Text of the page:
Adventures in Culinary School: Knife Skills

This is probably as basic lesson for most people, but it is a great fundamental skill. If practiced, you’ll never go to the emergency room with a massive cut or missing finger; which is always a plus.

Let’s start with the onion, since I am ALWAYS cutting onions. Sorry, I have no special tip to avoiding crying while cutting them. Every tip I have ever heard never works so I just cut them as fast as possible and get them in the pan.

Start by cutting the onion in half through the root at the bottom of the onion.  The top of the onion is where all the outside skin bunches together.The hand holding the onion or whatever item you are cutting should be in the shape of a claw, where your fingers are rounded over the object. When ever I am cutting I hear Jim Carey in my head saying “THE CLAW”.

You do NOT want your finger tips sticking out to be cut. The hardest part of THE CLAW for me to get used to is tucking in my thumb as well. It makes it harder to stabilize the object and my first tendency is to stick the thumb out there to steady the object but STOP that’s how you loose a finger tip. It isn’t the most comfortable position for your hand but that is better then no thumb.

If you are having a hard time stabilizing a round object, cut a straight slice out of one side and place it face down on the cutting board, the object wont move because the side is no longer round. For example, when you cut an onion in half, the flat side keeps it from moving. The same could be said for a cucumber or carrot or anything that rolls around on a cutting board.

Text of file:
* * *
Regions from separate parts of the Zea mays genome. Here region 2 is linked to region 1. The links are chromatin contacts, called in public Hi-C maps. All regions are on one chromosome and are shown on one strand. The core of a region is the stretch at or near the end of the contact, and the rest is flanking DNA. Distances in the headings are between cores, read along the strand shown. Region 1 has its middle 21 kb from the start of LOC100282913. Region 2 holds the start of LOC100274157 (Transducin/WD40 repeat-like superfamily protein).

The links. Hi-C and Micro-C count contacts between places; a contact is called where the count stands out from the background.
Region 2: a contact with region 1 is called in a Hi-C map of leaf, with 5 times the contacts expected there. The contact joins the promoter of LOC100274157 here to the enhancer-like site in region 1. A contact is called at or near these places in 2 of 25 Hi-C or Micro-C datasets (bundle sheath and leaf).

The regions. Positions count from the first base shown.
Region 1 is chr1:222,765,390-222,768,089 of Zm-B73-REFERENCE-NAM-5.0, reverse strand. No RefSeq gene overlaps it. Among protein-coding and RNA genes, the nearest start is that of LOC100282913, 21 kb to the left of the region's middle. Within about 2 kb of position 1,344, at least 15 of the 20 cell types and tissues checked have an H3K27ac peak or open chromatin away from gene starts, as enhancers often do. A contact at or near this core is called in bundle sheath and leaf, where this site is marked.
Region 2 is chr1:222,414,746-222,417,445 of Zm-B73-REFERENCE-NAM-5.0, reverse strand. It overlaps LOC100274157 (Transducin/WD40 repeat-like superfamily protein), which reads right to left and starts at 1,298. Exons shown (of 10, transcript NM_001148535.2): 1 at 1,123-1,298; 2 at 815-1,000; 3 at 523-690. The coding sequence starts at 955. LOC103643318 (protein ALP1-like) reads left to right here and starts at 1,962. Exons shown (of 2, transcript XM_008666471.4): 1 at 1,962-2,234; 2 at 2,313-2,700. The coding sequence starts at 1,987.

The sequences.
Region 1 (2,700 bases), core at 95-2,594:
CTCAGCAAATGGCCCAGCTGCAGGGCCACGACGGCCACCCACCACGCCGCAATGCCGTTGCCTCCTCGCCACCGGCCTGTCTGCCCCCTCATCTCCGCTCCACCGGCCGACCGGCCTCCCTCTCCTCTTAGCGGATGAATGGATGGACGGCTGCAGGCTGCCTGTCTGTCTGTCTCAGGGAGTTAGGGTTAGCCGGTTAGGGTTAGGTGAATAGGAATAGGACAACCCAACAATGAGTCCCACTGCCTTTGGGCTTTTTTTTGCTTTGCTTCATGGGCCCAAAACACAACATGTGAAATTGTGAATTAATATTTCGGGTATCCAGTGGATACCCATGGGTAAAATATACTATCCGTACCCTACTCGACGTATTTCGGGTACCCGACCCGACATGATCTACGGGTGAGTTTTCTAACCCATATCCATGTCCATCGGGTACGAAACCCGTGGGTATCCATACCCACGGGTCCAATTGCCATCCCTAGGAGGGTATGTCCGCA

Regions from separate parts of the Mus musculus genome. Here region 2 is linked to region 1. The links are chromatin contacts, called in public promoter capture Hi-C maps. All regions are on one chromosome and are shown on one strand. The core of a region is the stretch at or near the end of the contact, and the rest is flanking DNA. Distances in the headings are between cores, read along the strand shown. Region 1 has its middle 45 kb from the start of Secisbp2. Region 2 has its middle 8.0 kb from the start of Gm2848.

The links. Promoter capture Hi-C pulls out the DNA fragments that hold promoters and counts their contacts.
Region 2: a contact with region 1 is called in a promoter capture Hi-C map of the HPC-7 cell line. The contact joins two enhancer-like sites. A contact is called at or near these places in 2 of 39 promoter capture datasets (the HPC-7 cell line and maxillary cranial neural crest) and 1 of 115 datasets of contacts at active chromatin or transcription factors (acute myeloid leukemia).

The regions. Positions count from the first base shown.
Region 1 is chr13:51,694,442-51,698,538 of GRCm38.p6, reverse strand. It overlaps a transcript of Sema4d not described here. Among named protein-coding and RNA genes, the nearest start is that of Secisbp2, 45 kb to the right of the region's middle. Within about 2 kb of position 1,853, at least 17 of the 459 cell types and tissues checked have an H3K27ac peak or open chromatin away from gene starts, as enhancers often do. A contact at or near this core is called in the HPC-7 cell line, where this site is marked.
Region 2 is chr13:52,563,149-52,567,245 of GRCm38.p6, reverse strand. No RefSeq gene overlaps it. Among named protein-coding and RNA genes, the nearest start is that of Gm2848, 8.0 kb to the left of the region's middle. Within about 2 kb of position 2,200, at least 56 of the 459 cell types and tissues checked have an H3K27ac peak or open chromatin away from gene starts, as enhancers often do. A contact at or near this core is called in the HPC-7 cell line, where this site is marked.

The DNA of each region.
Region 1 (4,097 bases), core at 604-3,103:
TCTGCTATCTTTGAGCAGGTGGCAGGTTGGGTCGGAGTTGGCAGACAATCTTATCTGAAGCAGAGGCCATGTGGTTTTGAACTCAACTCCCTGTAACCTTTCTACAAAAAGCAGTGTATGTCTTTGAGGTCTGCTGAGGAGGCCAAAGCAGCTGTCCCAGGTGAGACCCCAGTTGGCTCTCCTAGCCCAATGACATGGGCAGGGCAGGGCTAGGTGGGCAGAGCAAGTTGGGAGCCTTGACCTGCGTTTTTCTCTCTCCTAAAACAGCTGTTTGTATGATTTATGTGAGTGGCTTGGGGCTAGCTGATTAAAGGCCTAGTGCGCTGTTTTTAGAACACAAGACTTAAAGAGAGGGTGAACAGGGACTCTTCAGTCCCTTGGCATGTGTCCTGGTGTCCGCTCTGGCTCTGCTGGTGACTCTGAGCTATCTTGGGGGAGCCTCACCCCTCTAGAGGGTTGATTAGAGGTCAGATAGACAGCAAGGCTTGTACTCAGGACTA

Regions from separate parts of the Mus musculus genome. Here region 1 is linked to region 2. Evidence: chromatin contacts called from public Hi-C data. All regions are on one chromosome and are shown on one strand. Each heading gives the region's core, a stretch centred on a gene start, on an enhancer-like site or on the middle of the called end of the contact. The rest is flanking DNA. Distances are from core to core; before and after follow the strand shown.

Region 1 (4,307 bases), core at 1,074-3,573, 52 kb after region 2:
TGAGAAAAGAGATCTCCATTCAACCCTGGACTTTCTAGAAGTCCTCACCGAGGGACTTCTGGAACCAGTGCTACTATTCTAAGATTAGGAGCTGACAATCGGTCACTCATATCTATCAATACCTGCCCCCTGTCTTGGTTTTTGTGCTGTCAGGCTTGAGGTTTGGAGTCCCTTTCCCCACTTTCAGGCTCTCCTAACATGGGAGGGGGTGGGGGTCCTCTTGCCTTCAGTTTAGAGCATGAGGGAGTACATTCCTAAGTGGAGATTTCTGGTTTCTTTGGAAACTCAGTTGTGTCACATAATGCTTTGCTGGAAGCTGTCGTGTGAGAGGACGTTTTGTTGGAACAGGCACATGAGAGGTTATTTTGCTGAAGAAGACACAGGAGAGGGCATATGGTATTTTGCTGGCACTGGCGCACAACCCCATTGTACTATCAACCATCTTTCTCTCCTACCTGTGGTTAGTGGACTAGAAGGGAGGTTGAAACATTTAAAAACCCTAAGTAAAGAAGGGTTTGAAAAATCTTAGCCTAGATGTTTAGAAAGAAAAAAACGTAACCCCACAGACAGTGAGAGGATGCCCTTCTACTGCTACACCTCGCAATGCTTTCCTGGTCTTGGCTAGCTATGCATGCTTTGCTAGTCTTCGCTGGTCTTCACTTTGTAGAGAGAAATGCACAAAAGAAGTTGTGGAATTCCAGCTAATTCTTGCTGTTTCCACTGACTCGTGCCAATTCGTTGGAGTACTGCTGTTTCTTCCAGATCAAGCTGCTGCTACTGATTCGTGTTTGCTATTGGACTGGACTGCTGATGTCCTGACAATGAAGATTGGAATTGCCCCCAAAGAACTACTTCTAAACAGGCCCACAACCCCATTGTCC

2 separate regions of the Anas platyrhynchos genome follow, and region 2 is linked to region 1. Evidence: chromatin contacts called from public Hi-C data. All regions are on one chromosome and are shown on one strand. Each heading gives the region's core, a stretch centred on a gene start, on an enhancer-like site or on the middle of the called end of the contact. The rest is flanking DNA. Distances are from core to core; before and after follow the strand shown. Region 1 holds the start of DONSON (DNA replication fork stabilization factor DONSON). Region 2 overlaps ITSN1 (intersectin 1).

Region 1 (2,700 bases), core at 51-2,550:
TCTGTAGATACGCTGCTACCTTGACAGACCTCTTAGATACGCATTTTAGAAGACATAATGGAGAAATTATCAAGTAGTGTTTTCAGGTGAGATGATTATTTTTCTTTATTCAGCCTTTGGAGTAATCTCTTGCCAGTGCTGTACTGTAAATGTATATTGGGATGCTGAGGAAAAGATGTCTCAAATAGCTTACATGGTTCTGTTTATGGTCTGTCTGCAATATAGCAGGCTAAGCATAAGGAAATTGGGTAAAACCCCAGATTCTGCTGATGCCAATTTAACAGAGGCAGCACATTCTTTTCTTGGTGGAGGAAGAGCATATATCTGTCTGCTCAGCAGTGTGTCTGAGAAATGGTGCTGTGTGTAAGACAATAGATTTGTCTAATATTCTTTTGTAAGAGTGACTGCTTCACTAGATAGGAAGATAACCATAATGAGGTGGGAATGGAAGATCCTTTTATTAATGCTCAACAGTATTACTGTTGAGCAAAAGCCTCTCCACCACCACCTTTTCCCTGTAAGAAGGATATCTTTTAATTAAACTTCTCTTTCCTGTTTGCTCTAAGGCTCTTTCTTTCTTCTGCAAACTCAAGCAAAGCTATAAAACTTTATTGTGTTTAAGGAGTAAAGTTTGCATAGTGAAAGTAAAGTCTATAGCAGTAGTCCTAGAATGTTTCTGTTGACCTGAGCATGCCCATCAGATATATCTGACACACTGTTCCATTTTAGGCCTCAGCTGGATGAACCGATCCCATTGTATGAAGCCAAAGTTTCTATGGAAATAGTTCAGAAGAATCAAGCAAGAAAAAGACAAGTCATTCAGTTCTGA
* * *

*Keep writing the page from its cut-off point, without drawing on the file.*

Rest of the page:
See the CLAW as I chop off the top of this onion. Perfect form.  With the top removed, the onion peels easily. Because the bottom of the onion is still attached to the onion, when I chop it, the onion holds together so pieces aren’t falling off as I make my initial slices before I begin to dice.

To get my onion pieces diced the same size, the first two cuts I make are through the middle of the onion and I make sure my finger tips are clear of the knife. You can see from the picture below, my knife doesn’t cut all the way through the onion, I stop just before I get to the root. Stop wherever you feel comfortable. My second cut will be just above this cut.In my next round of cutting, I change the knife technique to “The Tunnel”. I steady the object and the knife goes into the tunnel I have created with my hand. Again, I don’t go all the way through the bottom of the onion, I stop just before I reach the root, so the onion holds together while you cut. Again, go as far back as you feel comfortable.After your onion is prepped for dicing, you go back to the CLAW and chop away.. Remember, tuck those fingers in and keep your claw hand steady. That’s dicing an Onion! Easy and no bloody stubs.

Next up GARLIC! I LOVE garlic, I usually add an extra 3 cloves so I am always chopping it up. The best way to chop garlic is to crush it first, peel it, then chop. Put the blade of the knife on the garlic and smash it with the palm of your hand.The peel will come easily off and half of the chopping work is already done.

When I chop the garlic, I add pressure and steady the knife by placing my palm on the spine of the blade. This allows me to chop the garlic quickly.  Make sure you chop your garlic as small as you can get it, you don’t want people to chew on huge chunks while they are eating because that is never pleasant. In the picture below there are still large chunks, I chopped this much much smaller for the recipe that I was making.These techniques can be used for all your chopping and dicing needs. Below I am chopping potatoes at super speed while my claw stays steady and my fingers are tucked out of the way of the blade.Once I started focusing on these techniques, I have avoided cutting myself not to mention I am a speed chopper now because I always know my fingers are out of harms way.

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